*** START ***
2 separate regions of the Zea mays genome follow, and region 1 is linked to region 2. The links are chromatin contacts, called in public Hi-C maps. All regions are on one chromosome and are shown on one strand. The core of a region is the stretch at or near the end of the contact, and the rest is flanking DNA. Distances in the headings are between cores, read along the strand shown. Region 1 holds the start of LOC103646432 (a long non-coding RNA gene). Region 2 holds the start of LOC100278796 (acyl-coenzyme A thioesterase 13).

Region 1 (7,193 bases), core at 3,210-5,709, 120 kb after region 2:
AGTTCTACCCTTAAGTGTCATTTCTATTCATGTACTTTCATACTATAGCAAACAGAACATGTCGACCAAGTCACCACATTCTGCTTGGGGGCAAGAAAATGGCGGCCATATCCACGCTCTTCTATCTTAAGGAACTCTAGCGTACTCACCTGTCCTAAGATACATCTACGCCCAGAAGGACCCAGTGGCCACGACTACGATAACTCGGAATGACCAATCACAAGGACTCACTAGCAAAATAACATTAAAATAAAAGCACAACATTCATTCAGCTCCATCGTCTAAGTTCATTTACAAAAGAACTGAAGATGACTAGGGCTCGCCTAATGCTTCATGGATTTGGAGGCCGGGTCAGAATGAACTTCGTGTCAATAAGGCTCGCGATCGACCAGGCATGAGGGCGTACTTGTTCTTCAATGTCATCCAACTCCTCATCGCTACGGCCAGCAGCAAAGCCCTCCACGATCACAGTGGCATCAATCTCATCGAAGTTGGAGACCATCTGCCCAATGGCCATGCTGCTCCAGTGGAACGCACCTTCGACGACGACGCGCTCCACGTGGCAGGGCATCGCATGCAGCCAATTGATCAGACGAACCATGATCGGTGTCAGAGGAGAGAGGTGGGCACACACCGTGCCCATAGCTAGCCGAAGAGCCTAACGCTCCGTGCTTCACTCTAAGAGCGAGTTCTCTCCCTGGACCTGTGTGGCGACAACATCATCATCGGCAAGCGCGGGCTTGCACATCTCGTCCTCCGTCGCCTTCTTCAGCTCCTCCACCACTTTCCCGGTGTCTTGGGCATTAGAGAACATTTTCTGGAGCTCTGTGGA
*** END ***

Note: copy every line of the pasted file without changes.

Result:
2 separate regions of the Zea mays genome follow, and region 1 is linked to region 2. The links are chromatin contacts, called in public Hi-C maps. All regions are on one chromosome and are shown on one strand. The core of a region is the stretch at or near the end of the contact, and the rest is flanking DNA. Distances in the headings are between cores, read along the strand shown. Region 1 holds the start of LOC103646432 (a long non-coding RNA gene). Region 2 holds the start of LOC100278796 (acyl-coenzyme A thioesterase 13).

Region 1 (7,193 bases), core at 3,210-5,709, 120 kb after region 2:
AGTTCTACCCTTAAGTGTCATTTCTATTCATGTACTTTCATACTATAGCAAACAGAACATGTCGACCAAGTCACCACATTCTGCTTGGGGGCAAGAAAATGGCGGCCATATCCACGCTCTTCTATCTTAAGGAACTCTAGCGTACTCACCTGTCCTAAGATACATCTACGCCCAGAAGGACCCAGTGGCCACGACTACGATAACTCGGAATGACCAATCACAAGGACTCACTAGCAAAATAACATTAAAATAAAAGCACAACATTCATTCAGCTCCATCGTCTAAGTTCATTTACAAAAGAACTGAAGATGACTAGGGCTCGCCTAATGCTTCATGGATTTGGAGGCCGGGTCAGAATGAACTTCGTGTCAATAAGGCTCGCGATCGACCAGGCATGAGGGCGTACTTGTTCTTCAATGTCATCCAACTCCTCATCGCTACGGCCAGCAGCAAAGCCCTCCACGATCACAGTGGCATCAATCTCATCGAAGTTGGAGACCATCTGCCCAATGGCCATGCTGCTCCAGTGGAACGCACCTTCGACGACGACGCGCTCCACGTGGCAGGGCATCGCATGCAGCCAATTGATCAGACGAACCATGATCGGTGTCAGAGGAGAGAGGTGGGCACACACCGTGCCCATAGCTAGCCGAAGAGCCTAACGCTCCGTGCTTCACTCTAAGAGCGAGTTCTCTCCCTGGACCTGTGTGGCGACAACATCATCATCGGCAAGCGCGGGCTTGCACATCTCGTCCTCCGTCGCCTTCTTCAGCTCCTCCACCACTTTCCCGGTGTCTTGGGCATTAGAGAACATTTTCTGGAGCTCTGTGGA